Summary

DOI: 10.1373/clinchem.2018.297556

A 72-year-old man presented to the emergency department with a 3-day history of slurred speech, altered mental status, and unstable gait.



Student Discussion

Student Discussion Document (pdf)

Paul E. Young, Anthony O. Okorodudu,* and Sean G. Yates

Department of Pathology, University of Texas Medical Branch, Galveston, TX.
*Address correspondence to this author at: Clinical Chemistry Division, Department of Pathology, University of Texas Medical Branch, 301 University Blvd, Galveston, TX 77555-0423. Fax 409-772-9231; e-mail aookorod@utmb.edu

Case Description

A 72-year-old man presented to the emergency department with a 3-day history of slurred speech, altered mental status, and unstable gait. His family reported a 14-pound weight loss over the past 3 months, along with decreased energy, shortness of breath on exertion, and fatigue. Physical examination was remarkable for generalized weakness, pallor, and tachycardia with a heart rate of 102 beats per minute. Other vital signs include blood pressure, 149/80 mmHg; temperature, 36.1 °C (97 °F); and respiratory rate, 16 breaths per minute. His medical history was significant for hypertension, hyperlipidemia, and benign prostatic hyperplasia. According to his medical records, a colonoscopy performed 8 years earlier was unremarkable. He had a previous history of smoking (34 pack-years). He had no history of hematochezia or melena.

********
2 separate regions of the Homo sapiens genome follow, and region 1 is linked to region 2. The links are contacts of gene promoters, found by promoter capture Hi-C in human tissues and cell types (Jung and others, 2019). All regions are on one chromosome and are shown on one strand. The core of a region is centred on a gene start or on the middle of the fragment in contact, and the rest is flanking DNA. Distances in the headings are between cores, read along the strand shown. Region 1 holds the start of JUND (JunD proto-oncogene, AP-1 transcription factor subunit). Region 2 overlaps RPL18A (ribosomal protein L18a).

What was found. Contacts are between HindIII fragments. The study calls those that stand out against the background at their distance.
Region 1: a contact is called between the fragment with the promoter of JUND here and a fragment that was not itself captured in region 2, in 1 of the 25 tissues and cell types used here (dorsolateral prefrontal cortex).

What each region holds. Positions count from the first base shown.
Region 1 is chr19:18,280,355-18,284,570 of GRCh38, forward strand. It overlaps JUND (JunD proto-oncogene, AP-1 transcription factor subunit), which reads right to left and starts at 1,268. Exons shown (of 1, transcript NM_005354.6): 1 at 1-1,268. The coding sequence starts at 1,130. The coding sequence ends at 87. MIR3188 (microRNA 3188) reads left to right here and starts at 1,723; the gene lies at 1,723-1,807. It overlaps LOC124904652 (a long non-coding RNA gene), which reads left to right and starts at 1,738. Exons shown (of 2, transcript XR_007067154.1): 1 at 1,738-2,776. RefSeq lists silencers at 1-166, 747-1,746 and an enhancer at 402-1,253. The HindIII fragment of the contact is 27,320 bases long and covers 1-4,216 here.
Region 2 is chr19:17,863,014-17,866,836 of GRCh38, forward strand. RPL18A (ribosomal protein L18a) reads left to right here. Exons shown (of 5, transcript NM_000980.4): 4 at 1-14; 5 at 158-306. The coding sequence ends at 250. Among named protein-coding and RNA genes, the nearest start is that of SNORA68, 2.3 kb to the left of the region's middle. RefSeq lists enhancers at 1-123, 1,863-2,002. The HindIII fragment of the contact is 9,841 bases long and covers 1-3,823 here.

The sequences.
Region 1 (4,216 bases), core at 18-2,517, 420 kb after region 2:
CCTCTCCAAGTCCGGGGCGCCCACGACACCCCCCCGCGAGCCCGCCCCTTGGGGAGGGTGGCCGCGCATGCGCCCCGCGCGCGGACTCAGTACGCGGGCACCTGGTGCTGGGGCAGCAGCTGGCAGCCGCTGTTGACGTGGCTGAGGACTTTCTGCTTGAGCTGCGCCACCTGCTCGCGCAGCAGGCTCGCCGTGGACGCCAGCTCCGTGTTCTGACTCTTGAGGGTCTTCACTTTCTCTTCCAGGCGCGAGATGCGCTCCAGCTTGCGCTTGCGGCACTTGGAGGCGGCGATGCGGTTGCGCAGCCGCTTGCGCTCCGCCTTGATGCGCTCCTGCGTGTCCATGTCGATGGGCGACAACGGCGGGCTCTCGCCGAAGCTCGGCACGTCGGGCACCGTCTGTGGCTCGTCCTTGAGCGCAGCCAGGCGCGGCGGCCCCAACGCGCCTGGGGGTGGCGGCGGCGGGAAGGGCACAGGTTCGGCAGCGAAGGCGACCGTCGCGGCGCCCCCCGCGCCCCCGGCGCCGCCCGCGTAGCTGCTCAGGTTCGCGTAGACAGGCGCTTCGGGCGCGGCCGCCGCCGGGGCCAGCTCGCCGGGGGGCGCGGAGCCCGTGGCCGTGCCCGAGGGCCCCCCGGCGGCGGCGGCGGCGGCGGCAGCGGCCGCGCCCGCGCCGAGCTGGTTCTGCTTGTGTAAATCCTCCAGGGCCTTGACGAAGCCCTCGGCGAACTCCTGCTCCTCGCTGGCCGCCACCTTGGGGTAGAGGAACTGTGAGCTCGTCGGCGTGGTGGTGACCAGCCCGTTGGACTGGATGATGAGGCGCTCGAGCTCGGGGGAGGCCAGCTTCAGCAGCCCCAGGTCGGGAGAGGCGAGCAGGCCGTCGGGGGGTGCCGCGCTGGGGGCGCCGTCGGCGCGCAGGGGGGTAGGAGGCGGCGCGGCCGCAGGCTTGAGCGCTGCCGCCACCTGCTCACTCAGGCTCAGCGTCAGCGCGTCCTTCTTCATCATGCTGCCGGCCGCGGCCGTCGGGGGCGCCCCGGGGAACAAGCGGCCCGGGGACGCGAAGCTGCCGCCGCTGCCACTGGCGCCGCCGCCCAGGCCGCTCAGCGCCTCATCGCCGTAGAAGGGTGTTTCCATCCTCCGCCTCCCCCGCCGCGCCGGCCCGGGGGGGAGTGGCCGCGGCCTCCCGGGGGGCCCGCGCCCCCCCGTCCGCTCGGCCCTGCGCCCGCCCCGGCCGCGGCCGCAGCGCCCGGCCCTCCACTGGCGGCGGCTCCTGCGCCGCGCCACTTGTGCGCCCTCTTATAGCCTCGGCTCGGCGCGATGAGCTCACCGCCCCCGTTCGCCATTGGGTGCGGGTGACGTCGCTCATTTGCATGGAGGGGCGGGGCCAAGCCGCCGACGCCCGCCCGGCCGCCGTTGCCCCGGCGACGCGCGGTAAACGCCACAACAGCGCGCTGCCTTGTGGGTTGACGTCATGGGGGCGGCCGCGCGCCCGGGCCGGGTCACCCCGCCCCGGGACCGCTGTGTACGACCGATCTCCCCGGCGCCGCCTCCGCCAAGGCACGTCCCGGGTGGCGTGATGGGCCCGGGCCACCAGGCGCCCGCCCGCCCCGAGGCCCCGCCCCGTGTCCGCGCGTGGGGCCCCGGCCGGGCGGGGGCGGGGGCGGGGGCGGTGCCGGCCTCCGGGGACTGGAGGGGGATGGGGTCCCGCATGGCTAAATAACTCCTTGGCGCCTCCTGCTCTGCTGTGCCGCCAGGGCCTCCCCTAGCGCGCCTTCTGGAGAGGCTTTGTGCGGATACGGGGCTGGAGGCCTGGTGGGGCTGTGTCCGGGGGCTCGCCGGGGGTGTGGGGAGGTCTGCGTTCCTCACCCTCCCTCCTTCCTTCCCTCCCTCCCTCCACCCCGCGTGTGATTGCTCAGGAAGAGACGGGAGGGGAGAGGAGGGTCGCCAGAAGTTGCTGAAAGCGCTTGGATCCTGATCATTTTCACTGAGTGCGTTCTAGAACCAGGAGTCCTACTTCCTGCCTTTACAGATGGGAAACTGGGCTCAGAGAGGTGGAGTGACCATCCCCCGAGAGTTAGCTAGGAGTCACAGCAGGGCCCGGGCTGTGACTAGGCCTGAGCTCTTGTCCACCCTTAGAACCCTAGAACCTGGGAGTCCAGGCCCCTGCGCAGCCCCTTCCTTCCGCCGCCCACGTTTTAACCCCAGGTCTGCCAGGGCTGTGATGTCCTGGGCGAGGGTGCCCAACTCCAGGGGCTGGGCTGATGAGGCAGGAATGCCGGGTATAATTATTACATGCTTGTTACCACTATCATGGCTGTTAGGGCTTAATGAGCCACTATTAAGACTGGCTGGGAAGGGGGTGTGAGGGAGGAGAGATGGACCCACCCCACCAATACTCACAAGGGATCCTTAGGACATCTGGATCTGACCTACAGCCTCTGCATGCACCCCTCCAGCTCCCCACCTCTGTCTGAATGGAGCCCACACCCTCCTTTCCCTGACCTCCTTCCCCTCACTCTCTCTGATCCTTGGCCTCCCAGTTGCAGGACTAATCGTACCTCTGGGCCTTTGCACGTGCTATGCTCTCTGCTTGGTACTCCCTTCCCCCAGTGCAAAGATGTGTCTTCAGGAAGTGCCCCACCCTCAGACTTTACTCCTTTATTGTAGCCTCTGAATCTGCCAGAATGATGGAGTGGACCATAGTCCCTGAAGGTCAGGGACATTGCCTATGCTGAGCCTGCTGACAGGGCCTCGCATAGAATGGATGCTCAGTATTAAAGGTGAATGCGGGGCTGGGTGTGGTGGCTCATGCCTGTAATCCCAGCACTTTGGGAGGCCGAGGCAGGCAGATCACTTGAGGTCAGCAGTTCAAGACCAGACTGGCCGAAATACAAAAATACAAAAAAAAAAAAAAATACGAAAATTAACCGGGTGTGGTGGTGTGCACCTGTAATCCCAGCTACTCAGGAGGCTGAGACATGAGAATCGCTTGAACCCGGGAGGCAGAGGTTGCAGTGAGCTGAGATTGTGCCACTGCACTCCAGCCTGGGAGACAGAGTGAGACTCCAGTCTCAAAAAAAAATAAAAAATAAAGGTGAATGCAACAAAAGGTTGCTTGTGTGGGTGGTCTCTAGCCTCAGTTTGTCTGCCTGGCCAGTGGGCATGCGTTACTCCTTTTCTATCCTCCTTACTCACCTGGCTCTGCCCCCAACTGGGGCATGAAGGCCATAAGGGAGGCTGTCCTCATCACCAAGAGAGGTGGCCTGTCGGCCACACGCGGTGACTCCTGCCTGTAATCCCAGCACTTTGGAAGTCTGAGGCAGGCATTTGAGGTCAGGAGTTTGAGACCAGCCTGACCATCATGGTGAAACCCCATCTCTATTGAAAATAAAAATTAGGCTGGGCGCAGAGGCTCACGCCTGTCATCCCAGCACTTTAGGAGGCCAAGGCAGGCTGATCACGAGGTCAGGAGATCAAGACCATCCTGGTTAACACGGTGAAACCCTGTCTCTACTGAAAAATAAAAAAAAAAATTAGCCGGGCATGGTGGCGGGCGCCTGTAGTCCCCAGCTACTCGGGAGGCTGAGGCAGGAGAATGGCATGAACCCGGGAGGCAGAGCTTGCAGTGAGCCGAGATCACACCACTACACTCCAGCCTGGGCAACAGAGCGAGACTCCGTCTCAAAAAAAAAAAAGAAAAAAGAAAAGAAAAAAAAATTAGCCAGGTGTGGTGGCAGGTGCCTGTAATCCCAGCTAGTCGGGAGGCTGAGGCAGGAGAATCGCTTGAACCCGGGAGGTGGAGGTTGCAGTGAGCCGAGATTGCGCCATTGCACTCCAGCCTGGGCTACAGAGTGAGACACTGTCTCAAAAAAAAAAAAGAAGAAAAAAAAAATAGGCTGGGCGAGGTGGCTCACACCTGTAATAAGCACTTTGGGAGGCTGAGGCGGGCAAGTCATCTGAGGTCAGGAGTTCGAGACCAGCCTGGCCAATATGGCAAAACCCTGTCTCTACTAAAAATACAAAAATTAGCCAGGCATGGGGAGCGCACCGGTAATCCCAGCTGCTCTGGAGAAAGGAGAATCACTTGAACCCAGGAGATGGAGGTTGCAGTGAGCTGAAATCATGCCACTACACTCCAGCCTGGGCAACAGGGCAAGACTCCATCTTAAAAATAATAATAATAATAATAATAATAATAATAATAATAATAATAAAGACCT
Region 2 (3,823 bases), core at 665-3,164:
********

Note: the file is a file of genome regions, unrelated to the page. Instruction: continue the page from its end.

Initial laboratory results are shown in Table 1. Stool guaiac testing was negative. Brain CT (computed tomography) scan ruled out a cerebrovascular accident, intracranial hemorrhage, or mass lesion in the brain. The patient was managed with intravenous normal saline, calcitonin, and pamidronate for hypercalcemia. He was transfused with 2 units of packed red cells for symptomatic anemia. Extensive workup for the primary cause of hypercalcemia ensued.

Table 1. Selected laboratory results

Questions to Consider

  • What are the signs/symptoms of hypercalcemia?
  • What are the differential diagnoses in this patient?
  • What is the most probable diagnosis?

Final Publication and Comments

The final published version with discussion and comments from the experts appears in the July 2019 issue of Clinical Chemistry, approximately 3-4 weeks after the Student Discussion is posted.

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DOI: 10.1373/clinchem.2018.297556
Copyright © 2019 American Association for Clinical Chemistry